That was the early fear, you know—when the novel form was just being born in Western literature—that good, dutiful citizens, especially women, would neglect their children and household duties and just sit reading all day. There are some priceless late 18th-century cartoons warning against the evils of novel-reading by showing a woman engrossed in a novel while naked children wail at her feet and the roof caves in around her. She’s oblivious to it all. Which is, of course, what every novelist wants to achieve.

The 19th-century British novelists were my first love: Jane Austen, the Brontë sisters, Dickens…. That’s where I fell in love with the novel: how it can make us laugh or muse at ourselves and our culture, how it can move us to want to change the way things are in an unfair world. Perhaps the first character I remember jumping off the page and walking around in m head was Anne (with an “e”!) from L.M. Montgomery’s Anne of Green Gables. And not insignificantly, Anne wanted to be a writer (who later struggled in her adult life, if you read the last of the sequels, with how to keep writing when faced with the demands of motherhood—but that’s another conversation.)

The Great Gatsby and Peace Like a River are two of many novels I go back to frequently just to admire the originality of the language and images. Ken Follett’s The Man from St. Petersburg is one I examine for multiple points of view beautifully woven into a page-turning plot that integrates intricate historical detail without feeling bogged down or pedantic. There’s so much to learn from other writers every, single day. I’m feeling exhausted right now just thinking about it.

NM: I can see people’s to-be-read list of books growing by the second, Joy. I know I’ll be looking up Follett’s work. With such a rich reading history, if you could sit down with any writer alive or dead, who would it be and why?

JJL: Could I pick a small group? I’d love to sit down with Harriet Beecher Stowe, Victor Hugo, Charles Dickens, Jane Austen and Flannery O’Connor and talk about the novel, faith and social reform. If you’re forcing me to choose only one, then I’d have to pick O’Connor, since she’s so utterly unapologetic about her vision as a novelist, but always stops short of preachiness. I’d be intimidated by her extraordinary confidence in her calling as a writer. (One of my favorite writer stories is her “Why, because I’m good at it!” answer to being asked why she writes). But I’d soak up her sense of humor and feistiness. And maybe some of the confidence would be contagious, you think…?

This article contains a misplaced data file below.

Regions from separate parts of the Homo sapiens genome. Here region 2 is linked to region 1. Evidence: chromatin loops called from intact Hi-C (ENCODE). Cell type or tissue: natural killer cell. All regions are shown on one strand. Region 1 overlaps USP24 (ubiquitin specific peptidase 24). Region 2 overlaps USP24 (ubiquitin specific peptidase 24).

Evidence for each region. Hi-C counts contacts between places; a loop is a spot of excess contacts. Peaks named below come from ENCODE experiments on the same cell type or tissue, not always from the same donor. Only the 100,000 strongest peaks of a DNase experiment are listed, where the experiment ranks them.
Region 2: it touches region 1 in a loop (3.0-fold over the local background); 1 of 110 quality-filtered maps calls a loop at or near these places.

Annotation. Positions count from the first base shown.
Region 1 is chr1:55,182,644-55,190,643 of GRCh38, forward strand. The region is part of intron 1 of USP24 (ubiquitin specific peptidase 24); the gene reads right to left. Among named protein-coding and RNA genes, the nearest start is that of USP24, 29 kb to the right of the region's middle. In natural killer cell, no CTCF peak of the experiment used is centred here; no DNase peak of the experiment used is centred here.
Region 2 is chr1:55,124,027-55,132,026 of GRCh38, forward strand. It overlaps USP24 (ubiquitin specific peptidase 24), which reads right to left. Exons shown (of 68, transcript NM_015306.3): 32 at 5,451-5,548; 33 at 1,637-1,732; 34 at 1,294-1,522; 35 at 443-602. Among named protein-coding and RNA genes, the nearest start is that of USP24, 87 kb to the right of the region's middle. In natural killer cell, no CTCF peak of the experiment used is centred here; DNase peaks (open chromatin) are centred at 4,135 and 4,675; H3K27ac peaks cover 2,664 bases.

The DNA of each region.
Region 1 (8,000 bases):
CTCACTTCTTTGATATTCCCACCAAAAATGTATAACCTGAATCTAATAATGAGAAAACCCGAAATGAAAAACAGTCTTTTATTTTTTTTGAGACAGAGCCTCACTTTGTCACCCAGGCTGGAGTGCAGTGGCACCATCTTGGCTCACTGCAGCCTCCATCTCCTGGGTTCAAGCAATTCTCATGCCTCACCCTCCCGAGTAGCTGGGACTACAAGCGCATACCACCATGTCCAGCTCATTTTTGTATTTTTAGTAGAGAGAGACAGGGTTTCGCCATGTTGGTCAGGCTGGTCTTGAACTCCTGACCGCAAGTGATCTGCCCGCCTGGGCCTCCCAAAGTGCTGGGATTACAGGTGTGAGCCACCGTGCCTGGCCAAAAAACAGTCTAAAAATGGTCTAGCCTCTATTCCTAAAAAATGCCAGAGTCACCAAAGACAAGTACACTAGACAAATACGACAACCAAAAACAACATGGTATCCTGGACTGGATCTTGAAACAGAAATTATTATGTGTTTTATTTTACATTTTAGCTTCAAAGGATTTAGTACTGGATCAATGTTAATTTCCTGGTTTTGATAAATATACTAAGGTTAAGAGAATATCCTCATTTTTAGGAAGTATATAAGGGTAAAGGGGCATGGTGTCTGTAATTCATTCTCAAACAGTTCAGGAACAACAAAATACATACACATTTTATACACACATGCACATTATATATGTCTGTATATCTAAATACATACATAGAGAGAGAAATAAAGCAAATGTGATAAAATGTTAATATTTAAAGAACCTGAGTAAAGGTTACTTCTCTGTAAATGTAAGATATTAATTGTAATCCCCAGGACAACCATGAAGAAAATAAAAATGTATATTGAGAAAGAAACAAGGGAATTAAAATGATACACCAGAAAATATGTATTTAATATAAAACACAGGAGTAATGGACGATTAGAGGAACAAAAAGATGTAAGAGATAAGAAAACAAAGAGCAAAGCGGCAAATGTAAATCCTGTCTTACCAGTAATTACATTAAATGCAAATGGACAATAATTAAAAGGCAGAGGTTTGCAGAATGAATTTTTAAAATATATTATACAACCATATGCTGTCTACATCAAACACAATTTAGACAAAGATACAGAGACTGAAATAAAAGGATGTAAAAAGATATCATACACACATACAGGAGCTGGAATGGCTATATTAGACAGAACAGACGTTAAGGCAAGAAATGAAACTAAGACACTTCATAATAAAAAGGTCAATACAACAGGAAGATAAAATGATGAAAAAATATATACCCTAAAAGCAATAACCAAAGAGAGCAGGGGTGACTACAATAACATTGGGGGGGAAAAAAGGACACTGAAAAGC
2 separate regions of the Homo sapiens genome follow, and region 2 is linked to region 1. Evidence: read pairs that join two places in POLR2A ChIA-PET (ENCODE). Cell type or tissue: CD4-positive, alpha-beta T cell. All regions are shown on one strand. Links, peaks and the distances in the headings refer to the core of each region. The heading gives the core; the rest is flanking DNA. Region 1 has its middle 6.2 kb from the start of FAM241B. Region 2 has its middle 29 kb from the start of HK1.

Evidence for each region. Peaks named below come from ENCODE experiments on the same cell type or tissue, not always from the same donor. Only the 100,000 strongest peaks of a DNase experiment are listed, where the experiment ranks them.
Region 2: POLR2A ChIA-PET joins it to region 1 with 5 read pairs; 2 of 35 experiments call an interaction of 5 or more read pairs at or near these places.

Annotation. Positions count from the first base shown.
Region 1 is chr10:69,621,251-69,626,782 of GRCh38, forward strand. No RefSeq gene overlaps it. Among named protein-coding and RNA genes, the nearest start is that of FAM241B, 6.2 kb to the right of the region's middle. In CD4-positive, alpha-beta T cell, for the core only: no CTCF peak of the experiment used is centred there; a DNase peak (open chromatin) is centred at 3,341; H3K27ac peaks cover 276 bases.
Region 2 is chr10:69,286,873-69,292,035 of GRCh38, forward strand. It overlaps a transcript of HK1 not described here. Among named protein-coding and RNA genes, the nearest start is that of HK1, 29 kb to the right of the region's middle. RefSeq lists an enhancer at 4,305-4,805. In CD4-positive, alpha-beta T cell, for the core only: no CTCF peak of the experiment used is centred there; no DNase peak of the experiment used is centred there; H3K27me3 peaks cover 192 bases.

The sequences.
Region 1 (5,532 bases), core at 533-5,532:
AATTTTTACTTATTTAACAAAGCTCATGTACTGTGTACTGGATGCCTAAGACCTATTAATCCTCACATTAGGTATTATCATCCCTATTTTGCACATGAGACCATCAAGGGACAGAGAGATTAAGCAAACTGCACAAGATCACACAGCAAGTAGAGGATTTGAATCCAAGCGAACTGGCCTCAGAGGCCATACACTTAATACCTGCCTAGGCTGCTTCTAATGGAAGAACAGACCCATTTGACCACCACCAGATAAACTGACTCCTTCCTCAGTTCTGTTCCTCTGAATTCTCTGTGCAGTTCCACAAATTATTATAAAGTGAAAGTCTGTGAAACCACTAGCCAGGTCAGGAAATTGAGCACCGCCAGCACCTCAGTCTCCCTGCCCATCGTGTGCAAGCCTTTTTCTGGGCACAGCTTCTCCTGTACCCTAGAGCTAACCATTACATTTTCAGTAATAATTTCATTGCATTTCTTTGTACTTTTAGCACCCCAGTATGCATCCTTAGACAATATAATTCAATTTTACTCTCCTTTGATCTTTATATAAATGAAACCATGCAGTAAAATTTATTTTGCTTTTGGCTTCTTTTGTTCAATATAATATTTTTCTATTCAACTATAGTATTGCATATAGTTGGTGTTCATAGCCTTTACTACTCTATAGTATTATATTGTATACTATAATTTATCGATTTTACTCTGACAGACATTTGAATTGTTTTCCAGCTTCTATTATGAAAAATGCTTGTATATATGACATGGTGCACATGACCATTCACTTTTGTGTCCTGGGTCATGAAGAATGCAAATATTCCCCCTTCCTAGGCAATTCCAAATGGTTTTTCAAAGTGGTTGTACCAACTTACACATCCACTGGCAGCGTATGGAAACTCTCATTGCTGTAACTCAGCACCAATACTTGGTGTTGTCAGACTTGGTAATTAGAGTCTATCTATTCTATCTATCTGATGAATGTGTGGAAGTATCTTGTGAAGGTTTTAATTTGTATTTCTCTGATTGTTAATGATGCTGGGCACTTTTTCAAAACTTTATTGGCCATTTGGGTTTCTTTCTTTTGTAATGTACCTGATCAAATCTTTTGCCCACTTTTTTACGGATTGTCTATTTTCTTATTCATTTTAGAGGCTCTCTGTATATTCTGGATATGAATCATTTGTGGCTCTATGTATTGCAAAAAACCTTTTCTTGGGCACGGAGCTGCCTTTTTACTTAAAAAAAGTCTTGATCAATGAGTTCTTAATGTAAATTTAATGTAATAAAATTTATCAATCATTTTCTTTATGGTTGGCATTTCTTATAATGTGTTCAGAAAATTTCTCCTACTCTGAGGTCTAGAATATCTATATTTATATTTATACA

NM: O’Connor always sounded like she knew exactly what she was doing every second of the day. But we know it’s not always so easy to be sure of where a story is going. Do you outline your novels before you write, or are you a feel your way through writer?

JJL: I’ve done it both ways. And if you’ll allow me to generalize, literary writers tend to feel compelled by a scene or a character and then just launch in, following that character through his or her journey. J.R.R. Tolkien spoke of this when he first envisioned a hobbit—and had no clue what a hobbit was.
By contrast, writers of suspense novels, thrillers, mysteries, etc. rely on outlines early on, since the plot must be carefully constructed in order for the suspense to work.

My first novel, Blue Hole Back Home, grew out of personal experience, so it wasn’t difficult to begin fictionalizing from there. The plot grew organically and gradually, with little outlining. (Although my beloved editor would likely tell you I might have avoided the early plot sags—hammocks, I call them—that slowed down the plot in early drafts.)

In the novel I’m currently completing, (working title, A Tangled Mercy), there’s a who-done-it murder mystery element, a love story, and the intertwining of an historical story involving slave revolt, escapes, a hanging, a curse…. So outlining in lots of detail, and being willing to move things around many times, has been essential. At the same time, I’ve often had to go ahead and write scenes even when I didn’t know just where they’d end up in the chronology, but just needed to get more of the story down.

I admire novelists who have one set way of, say, outlining meticulously and then writing, but my experience to this point is that every book, like every child in my own family (I have three kids), will demand different things from you, will have different needs, different ways you need to shape and guide and bop into line, and areas you need to let go some control and step back.

NM: I like the analogy of different books being like different children. They’re similar, but not the same. You need to stay limber. So, what is the one non-writing thing you do that helps you stay limber, to be a better writer?

JJL: Reading. Voracious and obsessive and wide-ranging reading would be Number One in making us better writers. But everyone says that, of course.